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During the 1960s and 70s, Morocco be- tension that was in some respects in-

Hassan Rachik: came what Mohamed Tozy has rightly


called “the last anthropological conces-
formed by tools and concepts from fields
of study such as Orientalism, ethnocen-
“Le proche sion.” The phrase could not be more fit-
ting given the anthropological scramble
trism, and Eurocentrism as well as Subal-
tern Studies. However, due to an interest-
et le lointain: for the country during this period. In- ing generational effect, this tension has
deed, this anthropological interest in been defused to a certain extent.
Un siècle Morocco, which dates back to the late In his latest book Le proche et le lointain,
nineteenth century, became a trend in a Hassan Rachik analyses and interprets a
d’anthropologie brand of anthropology directed at re- century of anthropological discourse on
mote geographies. Morocco, and chooses to defuse the ten-
au Maroc” There are, however, structural factors that sion through the lens of the sociology of
could explain this anthropological fascina- knowledge. He mainly examines the long
tion with Morocco. Moroccan traditional twentieth century as an object for his eth-
practices survived the Jacobin colonial ad- nographic investigation in order to ana-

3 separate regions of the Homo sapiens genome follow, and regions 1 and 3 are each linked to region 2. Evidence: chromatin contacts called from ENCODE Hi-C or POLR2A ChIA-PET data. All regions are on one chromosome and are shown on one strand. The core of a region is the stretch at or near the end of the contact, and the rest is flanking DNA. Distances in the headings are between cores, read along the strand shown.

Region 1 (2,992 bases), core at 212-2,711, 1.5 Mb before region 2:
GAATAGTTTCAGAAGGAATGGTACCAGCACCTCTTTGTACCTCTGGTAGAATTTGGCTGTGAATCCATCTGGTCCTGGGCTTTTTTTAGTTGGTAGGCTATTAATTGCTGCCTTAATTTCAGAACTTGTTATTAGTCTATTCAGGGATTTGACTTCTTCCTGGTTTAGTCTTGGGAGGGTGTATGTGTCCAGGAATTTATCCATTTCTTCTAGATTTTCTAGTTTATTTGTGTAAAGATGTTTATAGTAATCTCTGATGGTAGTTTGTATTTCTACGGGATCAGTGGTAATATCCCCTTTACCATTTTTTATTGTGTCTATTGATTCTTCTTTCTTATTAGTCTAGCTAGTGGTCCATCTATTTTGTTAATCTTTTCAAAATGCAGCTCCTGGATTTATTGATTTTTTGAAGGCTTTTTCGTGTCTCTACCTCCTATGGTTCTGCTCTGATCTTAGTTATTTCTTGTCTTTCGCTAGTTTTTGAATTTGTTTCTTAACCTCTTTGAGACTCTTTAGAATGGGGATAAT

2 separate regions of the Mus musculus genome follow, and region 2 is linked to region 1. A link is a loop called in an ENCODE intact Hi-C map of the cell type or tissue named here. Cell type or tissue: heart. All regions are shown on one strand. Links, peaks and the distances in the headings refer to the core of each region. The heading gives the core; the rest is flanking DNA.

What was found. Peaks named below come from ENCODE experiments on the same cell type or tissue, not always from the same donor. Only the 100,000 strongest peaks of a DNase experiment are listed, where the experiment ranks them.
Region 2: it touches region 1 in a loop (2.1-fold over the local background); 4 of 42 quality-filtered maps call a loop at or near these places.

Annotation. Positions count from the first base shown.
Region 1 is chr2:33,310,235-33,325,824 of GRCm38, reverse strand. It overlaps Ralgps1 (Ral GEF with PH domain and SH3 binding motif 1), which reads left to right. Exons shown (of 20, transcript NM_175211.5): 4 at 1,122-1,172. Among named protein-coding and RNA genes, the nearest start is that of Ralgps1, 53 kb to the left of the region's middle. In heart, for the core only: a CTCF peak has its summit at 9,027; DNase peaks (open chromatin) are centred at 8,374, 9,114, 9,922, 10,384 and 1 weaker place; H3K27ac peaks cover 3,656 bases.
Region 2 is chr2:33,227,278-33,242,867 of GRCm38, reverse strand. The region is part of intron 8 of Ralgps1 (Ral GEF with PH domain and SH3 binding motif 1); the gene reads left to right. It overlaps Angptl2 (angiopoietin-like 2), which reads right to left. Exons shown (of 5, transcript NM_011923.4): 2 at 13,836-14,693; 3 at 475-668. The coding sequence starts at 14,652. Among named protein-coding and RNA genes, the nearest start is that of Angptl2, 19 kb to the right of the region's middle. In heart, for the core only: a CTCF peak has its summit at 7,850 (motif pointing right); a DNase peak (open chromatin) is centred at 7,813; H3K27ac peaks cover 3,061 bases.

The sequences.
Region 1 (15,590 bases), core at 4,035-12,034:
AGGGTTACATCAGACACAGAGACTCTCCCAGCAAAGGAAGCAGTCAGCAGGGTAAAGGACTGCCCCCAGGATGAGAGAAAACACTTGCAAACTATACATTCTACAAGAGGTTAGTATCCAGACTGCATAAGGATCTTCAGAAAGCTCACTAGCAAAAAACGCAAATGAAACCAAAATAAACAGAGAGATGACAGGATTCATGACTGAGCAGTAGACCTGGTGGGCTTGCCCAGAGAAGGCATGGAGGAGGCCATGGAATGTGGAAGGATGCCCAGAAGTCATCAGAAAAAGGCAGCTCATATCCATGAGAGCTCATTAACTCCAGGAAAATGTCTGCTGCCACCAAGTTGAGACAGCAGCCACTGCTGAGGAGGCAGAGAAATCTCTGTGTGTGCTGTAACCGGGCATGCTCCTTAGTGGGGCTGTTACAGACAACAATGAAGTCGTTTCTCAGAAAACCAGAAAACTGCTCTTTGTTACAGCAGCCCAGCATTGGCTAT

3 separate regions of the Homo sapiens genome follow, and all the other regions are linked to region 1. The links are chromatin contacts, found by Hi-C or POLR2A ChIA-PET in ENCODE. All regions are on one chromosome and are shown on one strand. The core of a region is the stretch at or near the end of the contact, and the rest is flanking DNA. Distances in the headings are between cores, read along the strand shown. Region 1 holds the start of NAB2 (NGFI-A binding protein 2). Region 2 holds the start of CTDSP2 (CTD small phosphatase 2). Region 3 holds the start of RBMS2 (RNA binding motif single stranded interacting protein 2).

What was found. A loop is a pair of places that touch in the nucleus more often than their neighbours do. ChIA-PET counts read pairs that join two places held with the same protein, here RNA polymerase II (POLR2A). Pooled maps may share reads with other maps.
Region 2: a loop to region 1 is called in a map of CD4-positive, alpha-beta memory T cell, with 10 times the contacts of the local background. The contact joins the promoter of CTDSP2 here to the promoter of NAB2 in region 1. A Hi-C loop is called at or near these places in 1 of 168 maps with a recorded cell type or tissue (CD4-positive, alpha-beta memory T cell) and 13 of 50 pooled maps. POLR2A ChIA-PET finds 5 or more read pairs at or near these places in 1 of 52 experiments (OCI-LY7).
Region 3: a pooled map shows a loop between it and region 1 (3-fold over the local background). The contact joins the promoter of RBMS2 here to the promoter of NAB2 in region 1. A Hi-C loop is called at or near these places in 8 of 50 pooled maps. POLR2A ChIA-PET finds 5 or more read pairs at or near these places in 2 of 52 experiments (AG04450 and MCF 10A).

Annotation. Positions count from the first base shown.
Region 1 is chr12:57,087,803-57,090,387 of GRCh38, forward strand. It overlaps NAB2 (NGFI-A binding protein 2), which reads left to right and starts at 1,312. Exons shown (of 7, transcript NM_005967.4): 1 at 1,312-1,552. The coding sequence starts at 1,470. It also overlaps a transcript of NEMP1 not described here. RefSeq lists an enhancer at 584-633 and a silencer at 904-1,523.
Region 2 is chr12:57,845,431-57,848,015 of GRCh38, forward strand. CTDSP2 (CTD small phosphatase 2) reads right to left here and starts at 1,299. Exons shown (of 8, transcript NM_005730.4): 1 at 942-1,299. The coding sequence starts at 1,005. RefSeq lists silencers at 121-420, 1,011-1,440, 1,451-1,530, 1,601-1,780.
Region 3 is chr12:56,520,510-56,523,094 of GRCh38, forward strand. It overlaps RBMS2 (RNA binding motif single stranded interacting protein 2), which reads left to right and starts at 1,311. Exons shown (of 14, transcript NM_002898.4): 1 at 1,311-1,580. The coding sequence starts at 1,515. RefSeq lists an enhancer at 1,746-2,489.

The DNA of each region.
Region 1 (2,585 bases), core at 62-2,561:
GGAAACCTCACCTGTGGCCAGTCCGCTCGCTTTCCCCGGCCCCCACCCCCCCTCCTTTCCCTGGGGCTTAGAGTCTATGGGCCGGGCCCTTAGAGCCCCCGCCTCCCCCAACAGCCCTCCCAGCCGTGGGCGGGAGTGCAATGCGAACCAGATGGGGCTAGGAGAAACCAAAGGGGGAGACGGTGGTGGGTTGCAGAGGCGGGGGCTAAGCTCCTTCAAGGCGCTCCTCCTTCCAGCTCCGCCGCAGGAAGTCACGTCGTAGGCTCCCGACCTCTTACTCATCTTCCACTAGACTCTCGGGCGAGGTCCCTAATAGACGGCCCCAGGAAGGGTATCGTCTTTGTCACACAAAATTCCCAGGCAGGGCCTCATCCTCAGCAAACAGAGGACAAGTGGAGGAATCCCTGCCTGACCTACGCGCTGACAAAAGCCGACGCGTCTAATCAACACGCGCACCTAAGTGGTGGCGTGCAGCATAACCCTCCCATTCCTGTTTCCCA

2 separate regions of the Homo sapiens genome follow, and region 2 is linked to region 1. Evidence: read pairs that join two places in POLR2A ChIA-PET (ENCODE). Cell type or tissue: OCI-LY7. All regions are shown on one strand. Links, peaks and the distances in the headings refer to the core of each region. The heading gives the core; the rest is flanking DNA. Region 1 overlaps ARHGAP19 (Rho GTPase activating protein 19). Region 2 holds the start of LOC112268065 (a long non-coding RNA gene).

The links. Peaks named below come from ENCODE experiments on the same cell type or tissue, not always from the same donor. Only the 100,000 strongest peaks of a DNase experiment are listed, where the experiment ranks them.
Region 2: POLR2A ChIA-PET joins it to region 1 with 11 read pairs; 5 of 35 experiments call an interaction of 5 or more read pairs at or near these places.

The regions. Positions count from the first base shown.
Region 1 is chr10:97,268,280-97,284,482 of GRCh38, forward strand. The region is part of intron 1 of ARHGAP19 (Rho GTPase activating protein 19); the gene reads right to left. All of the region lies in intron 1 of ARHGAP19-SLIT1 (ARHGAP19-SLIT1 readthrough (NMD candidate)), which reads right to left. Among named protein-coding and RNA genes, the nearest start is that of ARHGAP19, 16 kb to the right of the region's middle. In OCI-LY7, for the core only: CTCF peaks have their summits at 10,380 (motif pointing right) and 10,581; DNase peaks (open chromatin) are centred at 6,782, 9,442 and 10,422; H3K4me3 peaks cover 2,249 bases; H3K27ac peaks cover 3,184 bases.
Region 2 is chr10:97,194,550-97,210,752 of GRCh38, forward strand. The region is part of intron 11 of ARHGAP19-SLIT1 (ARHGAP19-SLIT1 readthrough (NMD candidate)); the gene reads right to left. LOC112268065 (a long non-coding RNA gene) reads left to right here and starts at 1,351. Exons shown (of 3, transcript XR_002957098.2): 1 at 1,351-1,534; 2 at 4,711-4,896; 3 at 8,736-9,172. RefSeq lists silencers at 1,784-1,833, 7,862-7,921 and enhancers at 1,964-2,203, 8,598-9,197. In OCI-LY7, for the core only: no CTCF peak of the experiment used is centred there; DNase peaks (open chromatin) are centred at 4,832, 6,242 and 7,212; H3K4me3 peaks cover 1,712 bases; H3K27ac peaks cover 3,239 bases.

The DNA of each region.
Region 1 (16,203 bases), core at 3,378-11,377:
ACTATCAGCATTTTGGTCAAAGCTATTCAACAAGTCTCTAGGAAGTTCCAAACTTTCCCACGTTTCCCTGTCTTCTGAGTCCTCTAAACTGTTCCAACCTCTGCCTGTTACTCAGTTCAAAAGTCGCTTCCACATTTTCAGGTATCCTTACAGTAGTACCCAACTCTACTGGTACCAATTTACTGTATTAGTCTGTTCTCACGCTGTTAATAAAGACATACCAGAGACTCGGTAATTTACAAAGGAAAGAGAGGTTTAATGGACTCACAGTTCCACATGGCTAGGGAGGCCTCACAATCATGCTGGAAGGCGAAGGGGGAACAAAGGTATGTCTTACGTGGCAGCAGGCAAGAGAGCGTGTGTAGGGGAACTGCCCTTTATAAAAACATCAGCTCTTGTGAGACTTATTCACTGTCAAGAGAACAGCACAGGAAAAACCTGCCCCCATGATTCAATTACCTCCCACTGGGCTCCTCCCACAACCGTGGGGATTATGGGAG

ministration, arousing further anthropo- lyze how anthropologists observed Mo-
logical curiosity about the country. Be- roccans. As an anthropologist living in
sides, Morocco, unlike other sites, was a Morocco, he aims to “interpret, […] what
country where anthropological investiga- has been written about Moroccans, their
tion could be conducted without much character, their soul, their mentality, and
political restriction. their ethos.” He thus considers how for-
Ever since the 1980s and more specifically eign anthropologists as observers have
the 1990s, the academic scene in Morocco built general propositions, attributing
has witnessed the emergence of “local” common traits to Moroccans as a whole.
anthropologists who read, reread, and Much of the book is devoted to the an-